After a twenty-year print hiatus, the fourth, fifth, and sixth Kate Shugak novels are back in print in the US! Click on the cover art above for buy links.
In honor of this event, Aries had me write 500 words on the Kate Shugak series, as below. Enjoy!
If I had been smart enough to see A Cold Day for Murder as the first in a series that would last 23 books and counting, I would never have killed off Abel, Kate’s mentor. He was later replaced by Old Sam as the eminence grise of the series but there was a considerable amount of angst, not to say consternation for the next few Kate novels.
No, sadly, the first Kate Shugak novel was written originally as a writing exercise, because I’d just finished the second in a science fiction trilogy and I was tired of doing research. I set the mystery in Alaska and made a rule that the only references I could use were the Alaska Almanac Book of Facts and my memory. Kate is an Aleut because I was raised with Aleuts in Seldovia and my best friend is an Aleut (Kate is named for her). Kate is a woman not because I was making a statement about gender equality in crime fiction but because it’s always easier to write in your own gender.
It was definitely the lazy woman’s way to write a book. It wasn’t until I’d sold my first sf novel (Second Star) and my editor asked “What else have you got?” that I even remembered the existence of the mystery, then imaginatively titled Mystery.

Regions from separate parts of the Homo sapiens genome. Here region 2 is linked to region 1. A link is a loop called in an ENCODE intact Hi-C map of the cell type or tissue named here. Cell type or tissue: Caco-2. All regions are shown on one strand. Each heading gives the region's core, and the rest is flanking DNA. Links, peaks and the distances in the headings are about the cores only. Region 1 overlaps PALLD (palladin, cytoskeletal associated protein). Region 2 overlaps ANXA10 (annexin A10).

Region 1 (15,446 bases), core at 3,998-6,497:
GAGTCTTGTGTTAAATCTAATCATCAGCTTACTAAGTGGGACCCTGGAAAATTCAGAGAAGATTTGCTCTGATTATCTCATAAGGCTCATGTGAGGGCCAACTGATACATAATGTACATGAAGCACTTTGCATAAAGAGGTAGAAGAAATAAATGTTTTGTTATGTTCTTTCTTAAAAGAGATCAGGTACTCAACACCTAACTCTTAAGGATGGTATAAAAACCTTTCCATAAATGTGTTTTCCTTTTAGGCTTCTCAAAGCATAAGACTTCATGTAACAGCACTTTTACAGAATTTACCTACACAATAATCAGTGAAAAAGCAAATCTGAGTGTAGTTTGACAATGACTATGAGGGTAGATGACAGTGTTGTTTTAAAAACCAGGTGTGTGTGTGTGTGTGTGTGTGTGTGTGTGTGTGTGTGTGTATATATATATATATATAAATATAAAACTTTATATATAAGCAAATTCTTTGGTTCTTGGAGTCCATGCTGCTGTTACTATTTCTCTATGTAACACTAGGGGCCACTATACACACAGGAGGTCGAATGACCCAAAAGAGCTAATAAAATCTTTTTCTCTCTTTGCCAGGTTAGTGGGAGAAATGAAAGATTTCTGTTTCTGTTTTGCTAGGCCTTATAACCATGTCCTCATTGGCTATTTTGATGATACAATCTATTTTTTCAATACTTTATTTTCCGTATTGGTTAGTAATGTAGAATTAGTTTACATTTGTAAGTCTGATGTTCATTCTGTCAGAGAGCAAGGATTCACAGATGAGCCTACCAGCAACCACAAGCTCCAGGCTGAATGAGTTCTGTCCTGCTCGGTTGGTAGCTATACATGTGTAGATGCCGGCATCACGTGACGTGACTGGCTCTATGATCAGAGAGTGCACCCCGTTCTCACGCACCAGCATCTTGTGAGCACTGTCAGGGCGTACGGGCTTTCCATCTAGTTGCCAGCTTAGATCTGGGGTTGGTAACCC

Initially I was most influenced by Sherlock Holmes, whose stories I had memorized by the time I was twelve. I am ashamed to say that I hadn’t read a lot of crime fiction at all until I started writing it, and then, look out! Beginning with Sharon McCone, the first woman PI who could take a punch, Kinsey, Vic, I inhaled them all. I managed to amass the entire collection of Ed McBain’s 87th Precinct series and read them in order. John D. MacDonald’s Travis McGee series, same.
Travis would probably like Kate a lot, but Steve Carella would be a little standoffish. “Let’s face it, you never met a rule of evidence you liked,” Jim once said to her. As a PI she can get away with much a sworn officer cannot. Very results oriented, Kate, and not one to worry about fruit of the poisonous tree if she can nail a perp.
The Kate Shugak novels are as much — or more — about Alaska as they are about the crime. Alaska is one of the characters, it is omnipresent and all-influential, from the oilfields in Prudhoe Bay to the crab fishing grounds of the Aleutian Islands to the Quilak Mountains in the Park to the Y-K river deltas in the west. But then all my novels are like that. I always start with a place, then I figure out who lives there, and then I see what kind of trouble they can get themselves into.
Someone asked me if I found any inherent differences today between male and female PIs in crime fiction. Apart from how much easier it is for men to take a leak on a stakeout, would anyone but a fool dismiss Vic Warshawski or Clara Rinker because of their gender? Or Kate Shugak?
Not unless they wanted their nuts handed to them on a platter.
Read 500 words on Kate Shugak here.
Author and founder of Storyknife.org.